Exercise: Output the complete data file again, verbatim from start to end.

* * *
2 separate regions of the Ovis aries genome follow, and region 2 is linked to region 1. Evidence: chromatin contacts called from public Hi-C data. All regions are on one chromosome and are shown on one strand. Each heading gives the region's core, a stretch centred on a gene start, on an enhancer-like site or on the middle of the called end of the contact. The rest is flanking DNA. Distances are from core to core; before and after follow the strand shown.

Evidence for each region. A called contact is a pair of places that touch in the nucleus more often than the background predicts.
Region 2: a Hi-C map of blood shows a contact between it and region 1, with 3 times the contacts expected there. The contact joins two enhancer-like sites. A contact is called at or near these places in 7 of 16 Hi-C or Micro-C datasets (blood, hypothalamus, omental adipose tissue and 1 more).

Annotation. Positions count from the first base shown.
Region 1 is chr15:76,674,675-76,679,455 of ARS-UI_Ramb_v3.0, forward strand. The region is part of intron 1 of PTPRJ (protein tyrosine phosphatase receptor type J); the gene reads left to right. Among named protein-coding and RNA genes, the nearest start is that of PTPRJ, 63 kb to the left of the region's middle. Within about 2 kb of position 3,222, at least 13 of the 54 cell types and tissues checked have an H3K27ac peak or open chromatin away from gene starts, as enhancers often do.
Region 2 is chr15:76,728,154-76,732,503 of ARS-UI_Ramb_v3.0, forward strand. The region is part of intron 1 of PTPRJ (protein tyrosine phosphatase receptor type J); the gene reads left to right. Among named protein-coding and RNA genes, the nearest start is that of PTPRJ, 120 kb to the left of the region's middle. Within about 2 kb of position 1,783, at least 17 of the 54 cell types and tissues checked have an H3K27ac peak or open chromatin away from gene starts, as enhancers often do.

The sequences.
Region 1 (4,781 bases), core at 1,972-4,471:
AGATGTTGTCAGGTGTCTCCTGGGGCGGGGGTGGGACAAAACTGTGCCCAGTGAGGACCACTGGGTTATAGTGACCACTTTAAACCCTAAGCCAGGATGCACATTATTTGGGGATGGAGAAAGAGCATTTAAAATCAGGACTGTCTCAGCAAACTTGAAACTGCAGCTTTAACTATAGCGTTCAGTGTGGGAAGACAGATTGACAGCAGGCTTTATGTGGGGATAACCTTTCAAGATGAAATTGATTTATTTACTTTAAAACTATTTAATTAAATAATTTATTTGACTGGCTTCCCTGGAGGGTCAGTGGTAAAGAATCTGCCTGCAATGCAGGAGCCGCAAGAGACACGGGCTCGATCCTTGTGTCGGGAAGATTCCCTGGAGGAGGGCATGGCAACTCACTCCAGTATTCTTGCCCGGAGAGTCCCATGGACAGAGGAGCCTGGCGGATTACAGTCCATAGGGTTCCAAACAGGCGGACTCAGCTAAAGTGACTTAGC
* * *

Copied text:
2 separate regions of the Ovis aries genome follow, and region 2 is linked to region 1. Evidence: chromatin contacts called from public Hi-C data. All regions are on one chromosome and are shown on one strand. Each heading gives the region's core, a stretch centred on a gene start, on an enhancer-like site or on the middle of the called end of the contact. The rest is flanking DNA. Distances are from core to core; before and after follow the strand shown.

Evidence for each region. A called contact is a pair of places that touch in the nucleus more often than the background predicts.
Region 2: a Hi-C map of blood shows a contact between it and region 1, with 3 times the contacts expected there. The contact joins two enhancer-like sites. A contact is called at or near these places in 7 of 16 Hi-C or Micro-C datasets (blood, hypothalamus, omental adipose tissue and 1 more).

Annotation. Positions count from the first base shown.
Region 1 is chr15:76,674,675-76,679,455 of ARS-UI_Ramb_v3.0, forward strand. The region is part of intron 1 of PTPRJ (protein tyrosine phosphatase receptor type J); the gene reads left to right. Among named protein-coding and RNA genes, the nearest start is that of PTPRJ, 63 kb to the left of the region's middle. Within about 2 kb of position 3,222, at least 13 of the 54 cell types and tissues checked have an H3K27ac peak or open chromatin away from gene starts, as enhancers often do.
Region 2 is chr15:76,728,154-76,732,503 of ARS-UI_Ramb_v3.0, forward strand. The region is part of intron 1 of PTPRJ (protein tyrosine phosphatase receptor type J); the gene reads left to right. Among named protein-coding and RNA genes, the nearest start is that of PTPRJ, 120 kb to the left of the region's middle. Within about 2 kb of position 1,783, at least 17 of the 54 cell types and tissues checked have an H3K27ac peak or open chromatin away from gene starts, as enhancers often do.

The sequences.
Region 1 (4,781 bases), core at 1,972-4,471:
AGATGTTGTCAGGTGTCTCCTGGGGCGGGGGTGGGACAAAACTGTGCCCAGTGAGGACCACTGGGTTATAGTGACCACTTTAAACCCTAAGCCAGGATGCACATTATTTGGGGATGGAGAAAGAGCATTTAAAATCAGGACTGTCTCAGCAAACTTGAAACTGCAGCTTTAACTATAGCGTTCAGTGTGGGAAGACAGATTGACAGCAGGCTTTATGTGGGGATAACCTTTCAAGATGAAATTGATTTATTTACTTTAAAACTATTTAATTAAATAATTTATTTGACTGGCTTCCCTGGAGGGTCAGTGGTAAAGAATCTGCCTGCAATGCAGGAGCCGCAAGAGACACGGGCTCGATCCTTGTGTCGGGAAGATTCCCTGGAGGAGGGCATGGCAACTCACTCCAGTATTCTTGCCCGGAGAGTCCCATGGACAGAGGAGCCTGGCGGATTACAGTCCATAGGGTTCCAAACAGGCGGACTCAGCTAAAGTGACTTAGC